April 16th, Beijing: Today, former NBA star and Chinese icon, Yao Ming, launched a major public awareness campaign targeting consumption of ivory and rhino horn in China in partnership with WildAid, Save the Elephants, African Wildlife Foundation, and the Yao Ming Foundation.
In August 2012, Yao spent 12 days on a fact-finding mission in Kenya and South Africa filming a documentary to be aired in partnership with NHNZ later this year. Yao met wild elephants before encountering the bodies of five poached elephants in Kenya and a poached rhino in South Africa. He also visited local school children, whose education is funded through wildlife tourism revenue, and conservationists and government officials working to protect elephants and rhinos. Footage and stills from his trip were released together with a series of public service announcements informing consumers, “When the buying stops, the killing can too.” WildAid thanks Ol Pejeta Conservancy and Virgin Atlantic for their support of Yao’s Africa trip.
Poaching for ivory kills more than 25,000 elephants annually and has reached levels only seen before the 1989 international trade ban. In 2012, 668 rhinos were killed in South Africa alone. These are precipitous increases from just a few years ago and, if not stemmed, could lead to the extinction of African rhinos and elephants in our lifetime.
Another production for the Symphony of Science series:
A musical celebration of humanity, its origins, and achievements, contrasted with a somber look at our environmentally destructive tendencies and deep similarities with other primates. Featuring Jacob Bronowski, Alice Roberts, Carolyn Porco, Jane Goodall, Robert Sapolsky, Neil deGrasse Tyson and David Attenborough.”
Hat-tip to Bad Astronomy.
This Sunday, the National Geographic Channel will be featuring a new documentary called The Human Family Tree. Random DNA samples from a small but diverse group of people leads us on a journey that explores our common origins and the migrations of our ancestors. I will do a review of the documentary later this week, but for now enjoy this introduction:
In 1995 Russel Ciochon and his colleagues discovered a fragment of jawbone in the Longgupo Cave, 12 miles south of the Three Gorges area of the Yangtze River in eastern Sichuan Province, China. They believed that the fragments were comparable in morphology with early representives of the genus Homo. The find was controversial because the jawbone was dated to be 1.9 million years old, while the generally held opinion at that time was that early hominids had left Africa only 1 million years ago.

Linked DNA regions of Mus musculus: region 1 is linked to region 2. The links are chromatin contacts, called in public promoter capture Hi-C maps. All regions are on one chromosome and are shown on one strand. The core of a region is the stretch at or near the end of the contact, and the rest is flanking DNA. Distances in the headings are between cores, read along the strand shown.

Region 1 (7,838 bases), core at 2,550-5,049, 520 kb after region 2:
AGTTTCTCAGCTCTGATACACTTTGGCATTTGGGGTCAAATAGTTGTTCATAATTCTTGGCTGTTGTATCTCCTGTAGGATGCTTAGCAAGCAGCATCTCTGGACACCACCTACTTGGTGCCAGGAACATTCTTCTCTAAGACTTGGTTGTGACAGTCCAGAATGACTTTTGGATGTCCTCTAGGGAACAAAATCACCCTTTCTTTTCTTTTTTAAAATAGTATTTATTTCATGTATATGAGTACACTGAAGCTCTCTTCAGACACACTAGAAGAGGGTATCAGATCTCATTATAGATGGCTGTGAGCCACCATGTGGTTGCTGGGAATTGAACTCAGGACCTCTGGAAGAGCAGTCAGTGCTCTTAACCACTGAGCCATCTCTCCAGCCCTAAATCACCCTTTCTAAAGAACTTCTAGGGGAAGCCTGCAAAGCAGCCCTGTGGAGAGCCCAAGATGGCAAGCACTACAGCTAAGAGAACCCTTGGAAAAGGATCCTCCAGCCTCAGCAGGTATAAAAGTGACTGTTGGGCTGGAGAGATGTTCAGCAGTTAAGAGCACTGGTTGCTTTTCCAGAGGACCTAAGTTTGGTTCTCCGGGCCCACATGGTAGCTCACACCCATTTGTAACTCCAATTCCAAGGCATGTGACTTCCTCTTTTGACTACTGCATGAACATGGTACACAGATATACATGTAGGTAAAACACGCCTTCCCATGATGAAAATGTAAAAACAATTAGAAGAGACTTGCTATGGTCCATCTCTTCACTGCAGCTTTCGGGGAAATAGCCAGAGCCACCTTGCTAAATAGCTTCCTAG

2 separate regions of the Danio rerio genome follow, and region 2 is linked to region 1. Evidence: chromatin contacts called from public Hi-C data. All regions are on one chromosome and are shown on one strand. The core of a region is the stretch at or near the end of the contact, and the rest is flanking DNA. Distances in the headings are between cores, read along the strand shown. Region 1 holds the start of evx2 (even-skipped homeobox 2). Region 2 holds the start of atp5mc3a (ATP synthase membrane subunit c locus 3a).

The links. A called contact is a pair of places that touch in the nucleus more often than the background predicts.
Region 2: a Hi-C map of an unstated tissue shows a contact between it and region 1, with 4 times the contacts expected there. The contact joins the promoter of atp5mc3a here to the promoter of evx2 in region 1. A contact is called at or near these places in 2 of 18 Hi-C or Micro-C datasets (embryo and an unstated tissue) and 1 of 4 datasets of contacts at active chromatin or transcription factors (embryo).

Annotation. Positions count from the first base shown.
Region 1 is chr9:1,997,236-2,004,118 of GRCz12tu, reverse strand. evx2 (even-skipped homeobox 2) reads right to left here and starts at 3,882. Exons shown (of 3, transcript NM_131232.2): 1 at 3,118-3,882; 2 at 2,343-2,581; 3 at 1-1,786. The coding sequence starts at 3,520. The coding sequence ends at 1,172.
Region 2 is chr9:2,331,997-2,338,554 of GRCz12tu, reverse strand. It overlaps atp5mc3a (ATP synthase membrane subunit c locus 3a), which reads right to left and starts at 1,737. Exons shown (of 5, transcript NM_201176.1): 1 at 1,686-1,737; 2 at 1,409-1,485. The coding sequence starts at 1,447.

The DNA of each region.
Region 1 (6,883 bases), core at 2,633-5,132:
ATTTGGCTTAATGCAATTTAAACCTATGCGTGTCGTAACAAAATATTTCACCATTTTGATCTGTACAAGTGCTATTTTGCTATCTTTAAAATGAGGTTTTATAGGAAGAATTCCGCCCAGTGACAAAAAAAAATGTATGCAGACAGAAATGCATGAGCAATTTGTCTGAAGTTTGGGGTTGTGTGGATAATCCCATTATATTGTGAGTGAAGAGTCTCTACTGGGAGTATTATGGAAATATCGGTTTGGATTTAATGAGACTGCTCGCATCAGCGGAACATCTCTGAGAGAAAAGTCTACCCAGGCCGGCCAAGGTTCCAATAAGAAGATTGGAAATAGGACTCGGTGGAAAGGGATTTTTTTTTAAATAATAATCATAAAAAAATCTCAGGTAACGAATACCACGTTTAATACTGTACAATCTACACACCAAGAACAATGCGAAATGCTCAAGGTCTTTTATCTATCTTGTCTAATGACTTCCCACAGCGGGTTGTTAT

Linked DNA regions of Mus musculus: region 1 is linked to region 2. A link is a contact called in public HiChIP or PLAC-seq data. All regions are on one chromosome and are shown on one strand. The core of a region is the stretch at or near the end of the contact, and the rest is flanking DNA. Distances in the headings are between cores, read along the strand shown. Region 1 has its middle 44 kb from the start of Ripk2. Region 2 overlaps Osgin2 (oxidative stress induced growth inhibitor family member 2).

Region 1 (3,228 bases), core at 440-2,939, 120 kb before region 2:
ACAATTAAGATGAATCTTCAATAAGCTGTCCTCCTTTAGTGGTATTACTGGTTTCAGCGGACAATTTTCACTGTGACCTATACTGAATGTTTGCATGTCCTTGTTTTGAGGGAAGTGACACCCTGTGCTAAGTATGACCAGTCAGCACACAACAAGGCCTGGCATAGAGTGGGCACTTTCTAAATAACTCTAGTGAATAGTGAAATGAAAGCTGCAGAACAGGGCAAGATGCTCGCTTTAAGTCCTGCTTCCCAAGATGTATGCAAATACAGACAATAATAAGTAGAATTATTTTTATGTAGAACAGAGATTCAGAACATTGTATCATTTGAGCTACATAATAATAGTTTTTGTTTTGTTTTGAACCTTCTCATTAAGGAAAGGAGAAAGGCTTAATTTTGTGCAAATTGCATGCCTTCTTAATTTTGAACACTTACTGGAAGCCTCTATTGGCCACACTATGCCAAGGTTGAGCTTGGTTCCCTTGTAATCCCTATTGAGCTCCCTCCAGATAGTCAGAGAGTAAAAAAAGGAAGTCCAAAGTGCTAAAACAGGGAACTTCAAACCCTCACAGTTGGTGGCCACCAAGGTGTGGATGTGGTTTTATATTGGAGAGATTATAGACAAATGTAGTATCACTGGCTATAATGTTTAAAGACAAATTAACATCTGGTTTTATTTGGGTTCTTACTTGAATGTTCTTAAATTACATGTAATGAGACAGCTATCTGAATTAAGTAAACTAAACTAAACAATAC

From the Russel Ciochon essay in Nature released today:
Fourteen years ago, a Nature paper by my colleagues and I described a 1.9-million-year-old human jaw fragment from Longgupo in Sichuan province, China. The ancient date in itself was spectacular. Previous evidence had suggested that human ancestors arrived in east Asia from Africa about 1 million years ago, in the form of Homo erectus. Longgupo nearly doubled that estimate. But even more exciting — and contentious — was our claim that the jaw was related to H. habilis, a species of distinctly African origin. If this descendant of H. habilis had arrived so early into southeast Asia, then it probably gave rise to H. erectus in the Far East, rather than H. erectus itself sweeping west to east.
For many years, I used Longgupo to promote this pre-erectus origin for H. erectus finds in Asia. But now, in light of new evidence from across southeast Asia and after a decade of my own field research in Java, I have changed my mind. Not everyone may agree; such classifications are always open to interpretation. But I am now convinced that the Longgupo fossil and others like it do not represent a pre-erectus human, but rather one or more mystery apes indigenous to southeast Asia’s Pleistocene primal forest. In contrast, H. erectus arrived in Asia about 1.6 million years ago, but steered clear of the forest in pursuit of grassland game. There was no pre-erectus species in southeast Asia after all.
Read the complete essay in The mystery ape of Pleistocene Asia
See an original news report from 1995 in The New York Times.
Nature 378, 275-278 (16 November 1995) | doi:10.1038/378275a0; Accepted 20 September 1995. Early Homo and associated artefacts from Asia. Huang Wanpo, Russell Ciochon, Gu Yumin, Roy Larick, Fang Qiren, Henry Schwarcz, Charles Yonge, John de Vos & William Rink.
Blog posts that tickled my fancy during the last week:
Return Of The Green Pickup
(from his Congo Memoirs)
(Stained glass painting by Yuet Chan)
Reading Ted C. MacRae‘s post, Lions in South Africa (in the blog Beetles in the Bush) brought back childhood memories and a need to explore further. Enjoy this video featuring fascinating antlion behaviour:
Then visit the Antlion Pit for more information.